Speakers include Viequense activists, Carmen Valencia, Ismael Guadalupe and Victor Torres-Velez.
Film showing of "Vieques: Un Pueblo Forjando Futuros"
Suggested donation $10. No one will be turned away for lack of funds.
LaborArts is celebrating Women's History Month with a new online exhibit
Women Firefighters in New York City  1982 - 2012
take a look!
Rachel Corrie 10 Years: the Person and the Continuing Struggle - March 16 - Actions in Different Cities around the World
Rachel Corrie Foundation for Peace and Justice
Saturday, March 16th, the Rachel Corrie Foundation will mark the 10th anniversary of Rachel’s stand in Gaza.  It has been an extraordinary, challenging ten-year journey for our organization, for the Corrie family, and for those in our community and beyond who have worked tirelessly for justice and peace in Palestine and Israel, in the world, and at home.
Join in the worldwide observances of March 16th
Phillip Bonosky Presente! (1916-2013)
By Daniel Rosenberg
The writer Phillip Bonosky, a member of the Communist Party since 1938, died on Saturday (March 2, 2013) in Brooklyn, New York. He was 96. Known for his labor novels Burning Valley and The Magic Fern, Bonosky distinguished himself as one of the first U.S. journalists to visit socialist China and one of the few to interview Vietnamese revolutionary leader Ho Chi Minh. He also was one of the handful to witness the removal of the notorious Khmer Rouge in Cambodia and the destabilization of Afghanistan prior to the rise of the Taliban.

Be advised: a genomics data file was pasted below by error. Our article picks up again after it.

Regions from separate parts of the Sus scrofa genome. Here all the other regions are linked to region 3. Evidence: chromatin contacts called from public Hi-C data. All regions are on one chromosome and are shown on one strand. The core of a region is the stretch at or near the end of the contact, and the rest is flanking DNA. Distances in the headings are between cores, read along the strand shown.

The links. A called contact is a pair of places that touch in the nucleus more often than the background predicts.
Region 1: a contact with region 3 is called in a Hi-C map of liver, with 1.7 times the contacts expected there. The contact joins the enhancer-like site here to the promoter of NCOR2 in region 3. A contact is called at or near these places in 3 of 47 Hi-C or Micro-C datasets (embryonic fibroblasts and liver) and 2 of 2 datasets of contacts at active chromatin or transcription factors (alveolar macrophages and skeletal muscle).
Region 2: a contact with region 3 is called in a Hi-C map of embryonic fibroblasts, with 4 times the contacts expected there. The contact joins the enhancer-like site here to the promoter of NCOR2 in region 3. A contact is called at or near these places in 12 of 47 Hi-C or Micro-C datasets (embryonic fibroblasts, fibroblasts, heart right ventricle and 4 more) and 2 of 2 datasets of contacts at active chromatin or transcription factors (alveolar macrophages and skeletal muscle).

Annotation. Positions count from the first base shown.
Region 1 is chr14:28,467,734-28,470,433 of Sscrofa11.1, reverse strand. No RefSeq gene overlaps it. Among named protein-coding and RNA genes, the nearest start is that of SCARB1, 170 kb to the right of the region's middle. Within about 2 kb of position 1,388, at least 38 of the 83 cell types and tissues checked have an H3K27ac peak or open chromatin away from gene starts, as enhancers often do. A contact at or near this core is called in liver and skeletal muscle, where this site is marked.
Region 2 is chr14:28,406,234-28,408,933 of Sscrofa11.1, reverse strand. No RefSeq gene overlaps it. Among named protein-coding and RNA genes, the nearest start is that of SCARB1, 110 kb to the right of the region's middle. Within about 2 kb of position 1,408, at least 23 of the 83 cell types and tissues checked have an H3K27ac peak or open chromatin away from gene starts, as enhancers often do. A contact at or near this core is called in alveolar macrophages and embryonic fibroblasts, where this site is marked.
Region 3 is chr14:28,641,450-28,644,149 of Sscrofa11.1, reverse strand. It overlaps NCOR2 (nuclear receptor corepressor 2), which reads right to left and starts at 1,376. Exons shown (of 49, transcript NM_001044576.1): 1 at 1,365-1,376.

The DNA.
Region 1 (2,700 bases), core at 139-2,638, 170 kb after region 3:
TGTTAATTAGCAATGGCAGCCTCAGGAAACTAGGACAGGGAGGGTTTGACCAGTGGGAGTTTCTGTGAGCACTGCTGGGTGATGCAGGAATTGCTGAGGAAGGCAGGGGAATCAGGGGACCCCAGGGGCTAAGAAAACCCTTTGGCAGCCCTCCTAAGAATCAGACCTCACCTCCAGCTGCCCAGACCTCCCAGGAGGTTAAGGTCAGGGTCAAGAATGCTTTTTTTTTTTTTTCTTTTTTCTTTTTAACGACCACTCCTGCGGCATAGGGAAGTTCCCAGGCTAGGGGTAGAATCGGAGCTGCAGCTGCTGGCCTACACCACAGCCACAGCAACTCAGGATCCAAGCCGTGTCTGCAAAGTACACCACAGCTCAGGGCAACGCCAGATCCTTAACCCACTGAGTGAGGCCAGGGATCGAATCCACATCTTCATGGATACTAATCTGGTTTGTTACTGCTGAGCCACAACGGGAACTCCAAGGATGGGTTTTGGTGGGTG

He epitomized the labor and Communist activists from the 1930s. He also exemplified a certain type of writer of that period, one with roots in labor and union struggles. In his writing style, Bonosky assimilated several dimensions. Raised in the Catholic Church in Western Pennsylvania as the son of devout immigrants, he grasped the religious traditions helping to influence and shape the contours of labor movements. He honestly portrayed negative and positive influences therein. Knowledge of corporate domination of peoples’ lives in small industrial towns, and familiarity with how workers actually produced, energized his insights in print.
Bonosky came from the steel-producing town of Duquesne, Pennsylvania. An altar boy, he grew up hearing stories from the survivors of the famous 1892 strike in nearby Homestead, where his family attended church, and the labor walkout of 1919, a valiant attempt to organize steelworkers industry-wide (which was headed by future Communist Party Chairman William Z. Foster, to whom Bonosky would draw close). Like his father and brothers, Bonosky worked in Duquesne and Pittsburgh mills. Before being blacklisted from employment due to his Communist Party affiliation, he belonged to Local 1256 of the United Steelworkers.
At his best in fiction-writing, his work covered the social and class ramifications of family life, high school basketball, homelessness, chronic illness, and communities. He could write with grace, but took all his subject matter personally. He wrote to enlighten, provoke, and inflame. In fiction and non-fiction, there was no secret as to where he stood. He counseled new and young writers to directly confront the challenges of writing: to work hard at it; to write regularly, if not daily; to get to the point; to avoid jargon; to acknowledge the pitfalls of "writer’s block," but at least to get out a paragraph before surrendering to it.